In The Kitchen With Sagi Asokan

For some of us, our first cooking experience was the macaroni and cheese we subsisted on in college. Others were lucky enough to be gifted an affinity for cooking from a mom or grandma who expressed her love through her food. For Sagi Asokan, cooking was a grand experiment she started as a young adult.

To say she’s a self-taught cook would be an understatement. The native of India has perfected her Indian fusion style that features colorful, fragrant herbs and spices that complement fresh and diversely-textured vegetables.

“I never liked frozen vegetables, I always liked fresh,” Asokan explains, adding that she almost never uses packaged convenience food. “I normally make my own,” she offers, which actually means that she makes everything from scratch—from dried beans and lentils to cucumber sauce—and even yogurt. Yes, she makes her own yogurt!

“That’s pretty common among Indians,” she explains, adding that she is currently making yogurt from a live starter culture she’s had for about three years. “I got it from my sister, and my sister got it from somebody who brought it from India.”

Back in the 1970s, as a new bride in a new country with a husband finishing medical school, Asokan had time to thoughtfully recall the dishes she remembered from back home and then adapt them using ingredients she could find here in the United States.

“In those days, they didn’t have too many Indian groceries available so I started mixing whatever was available. I got to be kind of resourceful and that’s how I learned and changed my cooking.”

Plant-based diets and shopping the perimeter of the grocery store are common recommendations for healthy eating in today’s society. Farmer’s markets and produce stands are enjoying a moment as they’re discovered by a new generation, but that’s nothing new for vegetarian Asokan.

“I just go buy whatever is fresh and put it in the refrigerator. I see what I have and I just make up the recipe,” she admits, adding that rather than follow a recipe she likes to be inspired by what’s in season. Her go-to meals these days are her versions of Indian staples that include rice, lentils, vegetables and herbs.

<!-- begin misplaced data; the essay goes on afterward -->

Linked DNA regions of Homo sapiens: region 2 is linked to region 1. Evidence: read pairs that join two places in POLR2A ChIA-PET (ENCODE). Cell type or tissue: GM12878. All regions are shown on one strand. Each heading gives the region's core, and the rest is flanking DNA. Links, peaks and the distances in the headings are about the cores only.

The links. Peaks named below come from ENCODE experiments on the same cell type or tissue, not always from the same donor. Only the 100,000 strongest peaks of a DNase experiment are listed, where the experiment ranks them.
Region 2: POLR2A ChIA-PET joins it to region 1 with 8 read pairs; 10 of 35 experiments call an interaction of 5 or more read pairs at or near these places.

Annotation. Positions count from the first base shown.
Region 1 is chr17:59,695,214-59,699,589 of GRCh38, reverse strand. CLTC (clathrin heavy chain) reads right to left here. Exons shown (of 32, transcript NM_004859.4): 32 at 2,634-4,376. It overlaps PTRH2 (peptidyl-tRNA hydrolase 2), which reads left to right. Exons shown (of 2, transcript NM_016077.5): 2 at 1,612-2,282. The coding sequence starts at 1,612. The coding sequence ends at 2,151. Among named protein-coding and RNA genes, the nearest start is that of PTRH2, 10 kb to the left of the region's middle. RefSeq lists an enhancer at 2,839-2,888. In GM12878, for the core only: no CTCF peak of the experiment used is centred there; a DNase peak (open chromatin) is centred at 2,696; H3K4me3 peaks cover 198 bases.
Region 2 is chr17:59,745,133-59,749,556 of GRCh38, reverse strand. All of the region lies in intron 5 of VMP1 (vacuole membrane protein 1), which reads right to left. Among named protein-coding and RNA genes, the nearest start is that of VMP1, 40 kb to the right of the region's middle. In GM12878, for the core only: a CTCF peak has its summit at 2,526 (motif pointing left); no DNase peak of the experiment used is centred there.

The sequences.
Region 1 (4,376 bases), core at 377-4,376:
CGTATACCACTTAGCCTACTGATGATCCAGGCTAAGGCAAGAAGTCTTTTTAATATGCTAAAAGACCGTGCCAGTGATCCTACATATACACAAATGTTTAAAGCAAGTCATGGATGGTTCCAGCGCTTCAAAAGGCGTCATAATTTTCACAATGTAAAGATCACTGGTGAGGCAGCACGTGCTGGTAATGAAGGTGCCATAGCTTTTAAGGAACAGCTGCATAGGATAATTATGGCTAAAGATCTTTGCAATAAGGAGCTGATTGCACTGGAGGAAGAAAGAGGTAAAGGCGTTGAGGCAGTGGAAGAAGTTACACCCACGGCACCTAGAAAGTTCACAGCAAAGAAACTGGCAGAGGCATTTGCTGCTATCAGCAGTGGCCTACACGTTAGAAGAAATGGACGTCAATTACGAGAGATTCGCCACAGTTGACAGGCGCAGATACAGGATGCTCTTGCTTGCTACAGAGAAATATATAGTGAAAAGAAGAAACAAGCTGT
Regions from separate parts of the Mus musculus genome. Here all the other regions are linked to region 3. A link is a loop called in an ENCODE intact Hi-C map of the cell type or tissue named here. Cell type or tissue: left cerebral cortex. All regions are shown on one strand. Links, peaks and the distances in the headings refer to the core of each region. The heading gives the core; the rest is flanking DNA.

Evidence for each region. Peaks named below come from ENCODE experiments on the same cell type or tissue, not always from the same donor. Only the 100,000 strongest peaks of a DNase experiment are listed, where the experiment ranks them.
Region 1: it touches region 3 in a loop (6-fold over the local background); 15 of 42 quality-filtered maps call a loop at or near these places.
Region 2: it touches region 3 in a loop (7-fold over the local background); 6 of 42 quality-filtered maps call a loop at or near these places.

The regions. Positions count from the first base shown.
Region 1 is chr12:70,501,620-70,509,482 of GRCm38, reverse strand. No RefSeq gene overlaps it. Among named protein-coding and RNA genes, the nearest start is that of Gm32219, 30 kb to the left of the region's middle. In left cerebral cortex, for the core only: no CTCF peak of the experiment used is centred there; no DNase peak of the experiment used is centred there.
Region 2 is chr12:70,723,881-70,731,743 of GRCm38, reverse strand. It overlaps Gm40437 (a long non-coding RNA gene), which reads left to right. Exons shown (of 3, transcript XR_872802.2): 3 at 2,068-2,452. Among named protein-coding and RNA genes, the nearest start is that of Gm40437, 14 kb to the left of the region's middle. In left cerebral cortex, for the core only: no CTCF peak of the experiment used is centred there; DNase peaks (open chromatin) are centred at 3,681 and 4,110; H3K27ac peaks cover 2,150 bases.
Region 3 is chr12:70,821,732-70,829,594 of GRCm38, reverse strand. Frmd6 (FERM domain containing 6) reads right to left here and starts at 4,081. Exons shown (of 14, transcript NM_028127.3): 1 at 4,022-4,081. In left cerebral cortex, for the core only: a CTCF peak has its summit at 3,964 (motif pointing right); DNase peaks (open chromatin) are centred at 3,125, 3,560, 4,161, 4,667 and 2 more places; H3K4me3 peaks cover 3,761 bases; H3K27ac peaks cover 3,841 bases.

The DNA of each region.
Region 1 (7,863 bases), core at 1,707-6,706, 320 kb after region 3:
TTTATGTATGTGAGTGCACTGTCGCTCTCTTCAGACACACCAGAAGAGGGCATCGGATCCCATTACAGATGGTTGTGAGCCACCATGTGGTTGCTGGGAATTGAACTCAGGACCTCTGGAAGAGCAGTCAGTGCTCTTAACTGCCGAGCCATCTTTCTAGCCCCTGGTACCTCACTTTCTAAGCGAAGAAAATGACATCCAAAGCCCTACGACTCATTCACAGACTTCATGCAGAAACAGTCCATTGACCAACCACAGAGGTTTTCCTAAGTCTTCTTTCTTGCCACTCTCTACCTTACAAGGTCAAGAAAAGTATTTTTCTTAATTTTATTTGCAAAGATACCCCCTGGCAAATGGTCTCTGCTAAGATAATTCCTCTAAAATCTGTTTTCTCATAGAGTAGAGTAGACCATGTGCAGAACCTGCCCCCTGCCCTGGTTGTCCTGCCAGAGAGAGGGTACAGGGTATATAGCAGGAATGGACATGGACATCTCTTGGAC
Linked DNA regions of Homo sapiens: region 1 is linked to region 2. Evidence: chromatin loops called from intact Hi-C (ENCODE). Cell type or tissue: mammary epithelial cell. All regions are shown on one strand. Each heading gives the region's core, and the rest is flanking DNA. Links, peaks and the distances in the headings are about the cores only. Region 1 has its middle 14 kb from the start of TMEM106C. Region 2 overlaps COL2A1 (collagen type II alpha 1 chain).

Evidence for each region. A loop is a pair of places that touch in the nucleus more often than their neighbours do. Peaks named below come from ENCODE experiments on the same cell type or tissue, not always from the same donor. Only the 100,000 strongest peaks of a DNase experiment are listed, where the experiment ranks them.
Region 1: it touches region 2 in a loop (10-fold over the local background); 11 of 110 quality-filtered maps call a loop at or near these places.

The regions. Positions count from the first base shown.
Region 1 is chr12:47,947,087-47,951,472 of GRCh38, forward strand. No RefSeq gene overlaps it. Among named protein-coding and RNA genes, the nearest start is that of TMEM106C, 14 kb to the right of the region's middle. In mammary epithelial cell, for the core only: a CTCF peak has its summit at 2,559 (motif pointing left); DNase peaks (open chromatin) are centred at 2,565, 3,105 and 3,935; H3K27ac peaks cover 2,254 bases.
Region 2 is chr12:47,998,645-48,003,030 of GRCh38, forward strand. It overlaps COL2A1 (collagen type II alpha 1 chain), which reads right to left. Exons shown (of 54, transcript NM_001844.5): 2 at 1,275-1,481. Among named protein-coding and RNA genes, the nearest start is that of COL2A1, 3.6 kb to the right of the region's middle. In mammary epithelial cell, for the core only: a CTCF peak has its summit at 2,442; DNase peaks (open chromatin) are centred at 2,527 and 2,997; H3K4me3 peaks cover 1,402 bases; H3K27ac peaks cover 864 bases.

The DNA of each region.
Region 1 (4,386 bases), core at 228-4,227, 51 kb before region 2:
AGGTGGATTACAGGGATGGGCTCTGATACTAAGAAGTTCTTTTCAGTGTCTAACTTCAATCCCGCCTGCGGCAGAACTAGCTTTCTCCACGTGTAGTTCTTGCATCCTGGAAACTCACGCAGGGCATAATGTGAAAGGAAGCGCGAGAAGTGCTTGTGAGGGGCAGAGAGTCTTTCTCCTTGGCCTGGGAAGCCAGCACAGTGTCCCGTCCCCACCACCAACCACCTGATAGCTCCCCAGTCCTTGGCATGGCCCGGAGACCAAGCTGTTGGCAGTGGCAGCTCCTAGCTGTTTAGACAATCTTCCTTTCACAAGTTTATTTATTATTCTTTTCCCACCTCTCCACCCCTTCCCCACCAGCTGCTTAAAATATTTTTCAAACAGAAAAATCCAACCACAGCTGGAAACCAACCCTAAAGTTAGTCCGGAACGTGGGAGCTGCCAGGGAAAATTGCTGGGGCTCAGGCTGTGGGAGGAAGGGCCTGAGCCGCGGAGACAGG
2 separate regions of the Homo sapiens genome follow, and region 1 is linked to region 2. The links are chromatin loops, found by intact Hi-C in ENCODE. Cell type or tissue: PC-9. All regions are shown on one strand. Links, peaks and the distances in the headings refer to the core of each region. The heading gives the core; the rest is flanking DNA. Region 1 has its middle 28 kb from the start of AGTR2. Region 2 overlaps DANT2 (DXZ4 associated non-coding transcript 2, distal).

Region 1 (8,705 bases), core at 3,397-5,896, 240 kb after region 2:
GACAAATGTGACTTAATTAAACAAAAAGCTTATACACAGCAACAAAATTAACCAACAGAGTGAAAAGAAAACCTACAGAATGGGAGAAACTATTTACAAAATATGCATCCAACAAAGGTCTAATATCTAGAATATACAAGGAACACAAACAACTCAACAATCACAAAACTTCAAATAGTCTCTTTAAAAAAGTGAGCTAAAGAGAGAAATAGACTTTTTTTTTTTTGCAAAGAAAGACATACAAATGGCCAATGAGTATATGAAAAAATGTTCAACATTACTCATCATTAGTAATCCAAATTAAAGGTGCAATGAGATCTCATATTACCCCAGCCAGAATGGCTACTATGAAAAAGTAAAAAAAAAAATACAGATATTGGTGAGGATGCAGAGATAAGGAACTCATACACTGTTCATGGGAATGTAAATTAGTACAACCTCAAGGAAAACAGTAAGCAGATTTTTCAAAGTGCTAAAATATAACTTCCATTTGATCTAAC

Growing up in a traditional middle-class Indian household, Asokan and her five sisters weren’t involved in meal preparation; as was the custom, they had domestic help. She has fond memories of weekly gatherings of family and friends.

“We’d cook once a week,” she says. “My father usually invited all his friends and they would play cards. We would all get together as a big family. They would make different types of meat and special dishes and we would all have dinner. That’s the one I always remember.”

Asokan continues that family tradition of weekly gatherings; she and her husband, Dr. Rangaswamy Asokan (known to friends as simply “R. Asokan”) host a Wednesday night dinner in their Southeast Ocala home. Asokan, president of Fine Arts For Ocala (FAFO), serves everything on unique artisan dishes she’s purchased over the years at the Ocala Arts Festival.   

“I cook one or two dishes, my husband does the meat, and everybody else brings something. We take turns, everyone shares and it’s like a potluck dinner,” she says of the tradition they started about 16 years ago when she invited one friend, David Gadlage.

“His partner passed away and he was the cook in the family,” Asokan explains. “So I started inviting David. I asked him to come to dinner every Wednesday.” Other friends joined along the way, like Mary Alice Adkins, whose elderly husband had passed away.

“They are the regular people and then I have some people in between,” Asokan reveals. “Everybody who comes says, ‘Do I get invited again?’” She laughs. “I don’t think we’ve ever had a bad meal.”

Rice and Garbanzo Beans

Makes 5 servings

  • 1 cup uncooked rice
  • 1/2 cup cooked garbanzo beans
  • 1/2 teaspoon cumin seeds
  • 1/2 teaspoon turmeric (optional)
  • 1 onion, chopped
  • 3 or 4 green chili peppers, chopped
  • 2 tablespoons cooking oil
  • Your choice of fresh vegetables like shredded carrot and chopped kale
  • Salt to taste
  • 2 or 3 sprigs of fresh cilantro for garnish, chopped

Cook rice according to instructions on package. › Heat oil in a medium- to large-sized cooking pot. › Sprinkle cumin seeds into hot oil. (Tip: the oil should be hot enough for the seeds to “pop” almost immediately.) › Add onion and green chili peppers and sauté until the onions begin to brown. › Add other fresh vegetables and cook to desired crispness. › Add turmeric powder if desired. › Add cooked rice. › Add cooked garbanzo beans. › Salt to taste. › Mix to combine thoroughly. › Sprinkle with fresh chopped cilantro. › Serve with cucumber-yogurt sauce.

Cucumber-Yogurt Sauce

  • 1 cucumber, peeled, seeded and finely chopped
  • 1/2 onion, finely chopped
  • 2 or 3 sprigs of fresh mint leaves, finely chopped
  • 1 cup plain regular or Greek yogurt
  • Salt to taste

Mix all ingredients together and salt to taste. › (Tip: choose regular or Greek yogurt, depending on desired thickness. Sagi likes to mix half regular yogurt and half Greek yogurt.) › Serve immediately or refrigerate.

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